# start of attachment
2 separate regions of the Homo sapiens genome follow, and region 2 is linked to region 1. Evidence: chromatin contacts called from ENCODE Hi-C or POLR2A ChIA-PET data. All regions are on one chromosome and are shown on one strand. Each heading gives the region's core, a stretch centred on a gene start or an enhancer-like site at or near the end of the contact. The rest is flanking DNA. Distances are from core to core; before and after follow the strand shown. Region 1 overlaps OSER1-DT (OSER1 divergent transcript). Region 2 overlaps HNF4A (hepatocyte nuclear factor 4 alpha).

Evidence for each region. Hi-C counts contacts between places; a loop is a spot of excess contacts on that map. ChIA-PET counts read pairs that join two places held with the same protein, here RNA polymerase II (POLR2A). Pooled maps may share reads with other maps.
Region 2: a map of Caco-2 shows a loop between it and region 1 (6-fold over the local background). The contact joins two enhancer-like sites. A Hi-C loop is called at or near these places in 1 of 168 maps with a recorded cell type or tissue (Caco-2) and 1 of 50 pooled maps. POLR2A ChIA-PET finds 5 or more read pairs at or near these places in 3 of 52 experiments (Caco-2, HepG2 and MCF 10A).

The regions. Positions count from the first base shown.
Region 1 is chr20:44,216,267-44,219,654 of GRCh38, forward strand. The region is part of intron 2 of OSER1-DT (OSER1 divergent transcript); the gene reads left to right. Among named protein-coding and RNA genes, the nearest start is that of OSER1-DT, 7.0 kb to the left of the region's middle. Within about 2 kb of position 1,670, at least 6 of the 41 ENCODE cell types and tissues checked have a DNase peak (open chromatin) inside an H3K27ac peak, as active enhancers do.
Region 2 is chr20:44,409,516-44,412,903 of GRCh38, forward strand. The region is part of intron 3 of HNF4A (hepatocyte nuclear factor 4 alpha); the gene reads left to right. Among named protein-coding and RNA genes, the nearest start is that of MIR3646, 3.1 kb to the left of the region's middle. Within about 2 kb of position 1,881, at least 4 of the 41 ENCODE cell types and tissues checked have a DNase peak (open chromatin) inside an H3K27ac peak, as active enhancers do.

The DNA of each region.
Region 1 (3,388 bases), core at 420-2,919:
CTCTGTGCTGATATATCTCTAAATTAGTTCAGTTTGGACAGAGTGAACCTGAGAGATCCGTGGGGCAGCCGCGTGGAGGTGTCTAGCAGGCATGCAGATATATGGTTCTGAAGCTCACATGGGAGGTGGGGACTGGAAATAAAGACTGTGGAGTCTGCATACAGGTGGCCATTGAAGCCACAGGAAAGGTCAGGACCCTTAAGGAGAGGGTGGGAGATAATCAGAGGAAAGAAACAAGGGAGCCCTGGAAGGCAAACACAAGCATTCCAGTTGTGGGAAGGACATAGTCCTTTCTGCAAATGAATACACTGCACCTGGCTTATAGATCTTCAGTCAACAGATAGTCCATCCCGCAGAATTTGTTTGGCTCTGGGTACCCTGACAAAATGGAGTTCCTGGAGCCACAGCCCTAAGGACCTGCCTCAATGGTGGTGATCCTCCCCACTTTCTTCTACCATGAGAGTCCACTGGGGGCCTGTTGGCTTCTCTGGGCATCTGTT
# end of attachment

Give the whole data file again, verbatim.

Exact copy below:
2 separate regions of the Homo sapiens genome follow, and region 2 is linked to region 1. Evidence: chromatin contacts called from ENCODE Hi-C or POLR2A ChIA-PET data. All regions are on one chromosome and are shown on one strand. Each heading gives the region's core, a stretch centred on a gene start or an enhancer-like site at or near the end of the contact. The rest is flanking DNA. Distances are from core to core; before and after follow the strand shown. Region 1 overlaps OSER1-DT (OSER1 divergent transcript). Region 2 overlaps HNF4A (hepatocyte nuclear factor 4 alpha).

Evidence for each region. Hi-C counts contacts between places; a loop is a spot of excess contacts on that map. ChIA-PET counts read pairs that join two places held with the same protein, here RNA polymerase II (POLR2A). Pooled maps may share reads with other maps.
Region 2: a map of Caco-2 shows a loop between it and region 1 (6-fold over the local background). The contact joins two enhancer-like sites. A Hi-C loop is called at or near these places in 1 of 168 maps with a recorded cell type or tissue (Caco-2) and 1 of 50 pooled maps. POLR2A ChIA-PET finds 5 or more read pairs at or near these places in 3 of 52 experiments (Caco-2, HepG2 and MCF 10A).

The regions. Positions count from the first base shown.
Region 1 is chr20:44,216,267-44,219,654 of GRCh38, forward strand. The region is part of intron 2 of OSER1-DT (OSER1 divergent transcript); the gene reads left to right. Among named protein-coding and RNA genes, the nearest start is that of OSER1-DT, 7.0 kb to the left of the region's middle. Within about 2 kb of position 1,670, at least 6 of the 41 ENCODE cell types and tissues checked have a DNase peak (open chromatin) inside an H3K27ac peak, as active enhancers do.
Region 2 is chr20:44,409,516-44,412,903 of GRCh38, forward strand. The region is part of intron 3 of HNF4A (hepatocyte nuclear factor 4 alpha); the gene reads left to right. Among named protein-coding and RNA genes, the nearest start is that of MIR3646, 3.1 kb to the left of the region's middle. Within about 2 kb of position 1,881, at least 4 of the 41 ENCODE cell types and tissues checked have a DNase peak (open chromatin) inside an H3K27ac peak, as active enhancers do.

The DNA of each region.
Region 1 (3,388 bases), core at 420-2,919:
CTCTGTGCTGATATATCTCTAAATTAGTTCAGTTTGGACAGAGTGAACCTGAGAGATCCGTGGGGCAGCCGCGTGGAGGTGTCTAGCAGGCATGCAGATATATGGTTCTGAAGCTCACATGGGAGGTGGGGACTGGAAATAAAGACTGTGGAGTCTGCATACAGGTGGCCATTGAAGCCACAGGAAAGGTCAGGACCCTTAAGGAGAGGGTGGGAGATAATCAGAGGAAAGAAACAAGGGAGCCCTGGAAGGCAAACACAAGCATTCCAGTTGTGGGAAGGACATAGTCCTTTCTGCAAATGAATACACTGCACCTGGCTTATAGATCTTCAGTCAACAGATAGTCCATCCCGCAGAATTTGTTTGGCTCTGGGTACCCTGACAAAATGGAGTTCCTGGAGCCACAGCCCTAAGGACCTGCCTCAATGGTGGTGATCCTCCCCACTTTCTTCTACCATGAGAGTCCACTGGGGGCCTGTTGGCTTCTCTGGGCATCTGTT